What every company needs is written assurance that its suppliers will be Year 2000-compliant. But written assurance is not enough. The question is: Does each supplier know that its y2k repair staff is on schedule? How can managers know this? Nothing this big has ever been attempted before.
In any case, fears of future lawsuits may restrict a company's decision to send out written responses.
The Institution of Electrical Engineers has posted a list of questions. I think it is unlikely that many companies have sent out such a form. It is also safe to say that those that have did have not received a 100% response rate.
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6.3 SUPPLIER’S ASSURANCE / STATEMENT OF COMPLIANCE
6.3.1 In many cases it is not be practical, possible or cost effective to carry out the compliance checks within the company. In such cases, the supplier is requested to provide the following in writing:
(a) a statement of compliance, stating whether the supplied product is date-sensitive, including Year 2000 compliance
(b) a description of the compliance-checking method used (e.g. static code walkthroughs, checking tools, physical tests, factory acceptance test logs and site acceptance test logs)
(c) a description of the checks carried out (such as those described below and in Appendix C).
6.3.2 An outline initial enquiry letter is discussed in Section 13.5.
6.3.3 Suppliers’ assurances may relate to services and their continuing availability, rather than to products. This may require some differences in approach.
6.3.4 It may not be practical or reliable to obtain assurance from suppliers because:
(a) the supplier may have gone out of business, or not be contactable
(b) the supplier may fail to reply, or may reply in such a way as to cast doubts on the value of any assurance given, or may reply that assurance cannot be given.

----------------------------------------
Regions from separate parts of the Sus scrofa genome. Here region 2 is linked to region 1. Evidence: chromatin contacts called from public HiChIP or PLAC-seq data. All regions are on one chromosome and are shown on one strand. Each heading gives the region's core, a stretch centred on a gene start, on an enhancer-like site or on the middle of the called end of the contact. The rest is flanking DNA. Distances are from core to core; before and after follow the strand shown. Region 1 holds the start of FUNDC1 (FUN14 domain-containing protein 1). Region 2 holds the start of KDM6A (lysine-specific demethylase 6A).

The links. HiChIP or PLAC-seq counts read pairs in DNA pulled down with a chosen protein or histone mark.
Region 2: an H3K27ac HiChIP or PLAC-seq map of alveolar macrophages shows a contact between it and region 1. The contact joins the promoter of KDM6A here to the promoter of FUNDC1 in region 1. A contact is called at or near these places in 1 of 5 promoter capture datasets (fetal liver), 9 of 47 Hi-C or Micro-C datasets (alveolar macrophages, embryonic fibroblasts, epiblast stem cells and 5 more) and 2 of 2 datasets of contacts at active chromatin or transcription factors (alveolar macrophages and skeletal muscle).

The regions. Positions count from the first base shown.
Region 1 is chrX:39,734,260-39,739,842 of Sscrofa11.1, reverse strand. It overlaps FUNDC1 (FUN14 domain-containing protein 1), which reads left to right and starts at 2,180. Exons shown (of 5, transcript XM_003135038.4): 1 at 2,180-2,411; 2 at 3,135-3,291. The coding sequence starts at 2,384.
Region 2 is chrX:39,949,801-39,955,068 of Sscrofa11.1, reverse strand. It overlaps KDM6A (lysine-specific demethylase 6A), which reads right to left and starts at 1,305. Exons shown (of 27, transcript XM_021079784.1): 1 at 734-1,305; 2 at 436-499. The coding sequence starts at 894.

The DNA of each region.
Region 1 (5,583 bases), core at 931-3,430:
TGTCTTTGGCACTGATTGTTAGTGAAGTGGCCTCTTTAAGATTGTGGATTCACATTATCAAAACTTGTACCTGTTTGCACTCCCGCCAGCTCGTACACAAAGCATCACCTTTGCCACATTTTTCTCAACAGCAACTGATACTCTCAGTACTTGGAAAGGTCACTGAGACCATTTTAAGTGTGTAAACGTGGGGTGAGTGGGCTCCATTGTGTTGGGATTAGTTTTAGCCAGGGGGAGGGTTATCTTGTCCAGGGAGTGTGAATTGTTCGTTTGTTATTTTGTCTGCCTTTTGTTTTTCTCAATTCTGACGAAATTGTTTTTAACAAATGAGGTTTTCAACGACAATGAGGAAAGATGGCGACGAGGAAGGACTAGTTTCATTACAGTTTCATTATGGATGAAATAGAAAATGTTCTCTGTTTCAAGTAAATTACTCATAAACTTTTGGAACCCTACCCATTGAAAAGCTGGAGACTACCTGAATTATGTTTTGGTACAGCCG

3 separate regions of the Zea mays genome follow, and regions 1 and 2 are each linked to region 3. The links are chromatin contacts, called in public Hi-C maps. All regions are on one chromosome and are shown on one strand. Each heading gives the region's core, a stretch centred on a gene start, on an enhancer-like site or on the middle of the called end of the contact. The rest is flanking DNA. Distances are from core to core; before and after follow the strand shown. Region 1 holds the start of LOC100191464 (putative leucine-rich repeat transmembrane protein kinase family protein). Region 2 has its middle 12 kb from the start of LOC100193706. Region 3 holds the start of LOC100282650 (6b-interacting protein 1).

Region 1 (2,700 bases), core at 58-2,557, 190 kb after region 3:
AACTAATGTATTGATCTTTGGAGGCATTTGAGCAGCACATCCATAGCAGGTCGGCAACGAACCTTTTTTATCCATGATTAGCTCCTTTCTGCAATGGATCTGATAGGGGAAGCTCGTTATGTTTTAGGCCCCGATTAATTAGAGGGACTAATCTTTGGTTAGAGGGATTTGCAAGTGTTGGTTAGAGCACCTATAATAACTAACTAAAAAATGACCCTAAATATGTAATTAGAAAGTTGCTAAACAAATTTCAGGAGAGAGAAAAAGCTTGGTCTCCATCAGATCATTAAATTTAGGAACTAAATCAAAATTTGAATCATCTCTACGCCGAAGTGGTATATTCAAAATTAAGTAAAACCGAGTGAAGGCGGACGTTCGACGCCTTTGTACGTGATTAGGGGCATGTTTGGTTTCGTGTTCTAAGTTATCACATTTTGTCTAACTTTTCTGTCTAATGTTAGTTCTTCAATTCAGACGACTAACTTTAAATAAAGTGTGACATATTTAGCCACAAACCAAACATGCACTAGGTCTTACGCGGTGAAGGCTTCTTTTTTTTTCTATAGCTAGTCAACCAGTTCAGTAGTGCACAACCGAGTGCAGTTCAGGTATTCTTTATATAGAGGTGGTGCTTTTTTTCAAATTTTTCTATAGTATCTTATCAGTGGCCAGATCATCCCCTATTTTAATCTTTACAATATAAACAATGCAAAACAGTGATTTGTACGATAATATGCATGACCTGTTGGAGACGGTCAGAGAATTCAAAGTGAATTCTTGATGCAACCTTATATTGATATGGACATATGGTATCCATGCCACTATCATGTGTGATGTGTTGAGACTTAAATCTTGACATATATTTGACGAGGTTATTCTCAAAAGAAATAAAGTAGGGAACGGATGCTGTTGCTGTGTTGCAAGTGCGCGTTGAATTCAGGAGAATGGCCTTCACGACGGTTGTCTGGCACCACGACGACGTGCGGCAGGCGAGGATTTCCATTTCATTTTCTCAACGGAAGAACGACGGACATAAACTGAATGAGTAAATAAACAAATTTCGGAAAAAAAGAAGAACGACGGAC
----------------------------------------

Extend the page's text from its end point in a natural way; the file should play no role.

6.3.5 It may be possible to ascertain details of, and to contact the supplier of the date-sensitive component in a date-sensitive device and obtain assurance in that way. This however depends on an understanding as to how the component is incorporated into the device and its function in it. The supplier who supplied the component to the supplier of the device may not be able to give this information.
6.3.6 Obtaining assurance from suppliers is also part of the legal audit process. Attention may need to be given to ensuring that efforts are not duplicated and that technical enquiries and information received do not reduce suppliers' legal obligations. See Section 13.5.
6.3.7 Care needs to be taken in placing reliance on statements from suppliers. Points to consider include:
(a) has your enquiry been answered or have you received a standard reply
(b) are any of the commitments conditional and are there phrases which, for example, indicate that the reply is not offered as a statement on which reliance is to be placed
(c) whether the supplier will be in business after the Year 2000
(d) does the statement relate only to standard applications and uses, and if so has your version been modified by you or the supplier in any way
(e) does the statement cover interfaces with other systems or devices and do you systems require such coverage
(f) is the demonstration/proof of compliance adequate